Traumatic Brain Injury After Vehicle Collision s Associated with Neck Pain.
Traumatic brain injury (TBI) is a leading cause of death and disability worldwide. Many people who sustain a TBI experience head and neck pain, which typically resolves within a weeks or months of injury, but in some cases may persist for years. Chronic pain is a serious health concern. It is known to limit an individual’s ability to carry out daily tasks, to increase risk of psychological distress (such as depression), and to reduce overall quality of life. As a result, researchers are motivated to identify the factors that put certain TBI patients at elevated risk of developing chronic neck pain after injury.
A recent study at the Medical College of Wisconsin investigated the frequency and predictors of neck pain in 95 patients who were admitted to a level 1 trauma center for mild TBI. Specifically, the research team evaluated patients to determine if their neck pain was equal to or worse than their other TBI symptoms. They also collected data about the patients’ injury severity, cause of injury, and other health outcomes. After analyzing the patients’ hospital records, the researchers found that:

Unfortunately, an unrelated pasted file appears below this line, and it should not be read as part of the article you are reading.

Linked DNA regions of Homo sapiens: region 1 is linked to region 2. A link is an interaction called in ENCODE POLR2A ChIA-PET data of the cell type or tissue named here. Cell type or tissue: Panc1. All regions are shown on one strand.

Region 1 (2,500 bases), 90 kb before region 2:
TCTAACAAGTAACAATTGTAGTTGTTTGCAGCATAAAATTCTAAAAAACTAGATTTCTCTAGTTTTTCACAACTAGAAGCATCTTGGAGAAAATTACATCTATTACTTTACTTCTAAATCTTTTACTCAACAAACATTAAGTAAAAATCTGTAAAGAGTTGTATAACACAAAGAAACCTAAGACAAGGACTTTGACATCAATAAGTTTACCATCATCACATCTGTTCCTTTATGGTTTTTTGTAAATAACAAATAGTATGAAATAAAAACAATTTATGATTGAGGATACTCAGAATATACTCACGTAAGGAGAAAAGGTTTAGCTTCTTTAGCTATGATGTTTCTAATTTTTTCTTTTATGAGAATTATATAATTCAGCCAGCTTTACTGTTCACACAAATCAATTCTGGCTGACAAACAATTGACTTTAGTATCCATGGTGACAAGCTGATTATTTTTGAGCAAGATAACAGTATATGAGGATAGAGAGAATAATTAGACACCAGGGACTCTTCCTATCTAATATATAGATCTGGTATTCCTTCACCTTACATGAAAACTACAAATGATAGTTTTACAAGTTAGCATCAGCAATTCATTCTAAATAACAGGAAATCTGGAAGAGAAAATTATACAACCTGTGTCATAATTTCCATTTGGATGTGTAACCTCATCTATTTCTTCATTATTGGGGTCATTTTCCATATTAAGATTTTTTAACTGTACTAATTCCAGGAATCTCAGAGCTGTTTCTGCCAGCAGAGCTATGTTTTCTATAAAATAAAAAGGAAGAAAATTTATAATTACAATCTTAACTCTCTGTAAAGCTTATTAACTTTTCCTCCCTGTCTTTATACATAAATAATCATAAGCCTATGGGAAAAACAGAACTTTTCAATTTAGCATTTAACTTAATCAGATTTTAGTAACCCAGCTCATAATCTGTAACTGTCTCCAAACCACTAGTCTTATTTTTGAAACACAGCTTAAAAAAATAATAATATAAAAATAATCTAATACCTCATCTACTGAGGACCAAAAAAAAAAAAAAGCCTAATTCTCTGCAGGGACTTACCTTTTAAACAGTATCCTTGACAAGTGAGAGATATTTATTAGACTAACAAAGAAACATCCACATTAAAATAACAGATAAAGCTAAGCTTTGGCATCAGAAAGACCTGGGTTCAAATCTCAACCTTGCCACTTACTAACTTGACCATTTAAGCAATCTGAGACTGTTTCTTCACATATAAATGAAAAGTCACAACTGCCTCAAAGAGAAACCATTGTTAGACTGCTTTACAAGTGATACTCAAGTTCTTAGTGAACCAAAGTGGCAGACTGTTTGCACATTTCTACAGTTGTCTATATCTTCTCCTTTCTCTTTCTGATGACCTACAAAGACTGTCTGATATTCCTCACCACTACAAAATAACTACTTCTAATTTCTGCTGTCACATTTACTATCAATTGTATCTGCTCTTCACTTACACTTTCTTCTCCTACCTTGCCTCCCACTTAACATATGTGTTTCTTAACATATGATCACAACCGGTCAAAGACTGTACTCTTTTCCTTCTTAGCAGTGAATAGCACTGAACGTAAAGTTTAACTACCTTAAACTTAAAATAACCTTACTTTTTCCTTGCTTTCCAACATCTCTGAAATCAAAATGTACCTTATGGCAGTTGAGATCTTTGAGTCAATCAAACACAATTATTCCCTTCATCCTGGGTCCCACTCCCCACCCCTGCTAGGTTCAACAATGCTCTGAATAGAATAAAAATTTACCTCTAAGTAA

- More than two-thirds (68.4%) of patients reported neck pain within 72 hours of a mild TBI, which steadily decreased to less than half (41.9%) of patients by 45 days after injury.
- About one-third of these patients reported that neck pain was among their most severe symptoms.
- People who sustained mild TBI during a motor vehicle collision were more likely to have neck pain than those who were injured by other mechanisms, such as blunt trauma or falls.
Motor vehicle collisions are known to cause rapid acceleration and deceleration of the head and neck, often resulting in whiplash. People who sustain a mild TBI during a car accident are at elevated risk for experiencing neck pain, and many report that neck pain is the most severe (or among the most severe) of their TBI symptoms, immediately after injury and in the weeks following. Clinicians are advised to consider the mechanism of injury when developing treatment plans for TBI patients, and to address their neck pain early in the recovery period.
King JA, McCrea MA, & Nelson LD. Frequency of primary neck pain in mild traumatic brain injury/concussion patients. Archives of Physical Medicine and Rehabilitation. (2020).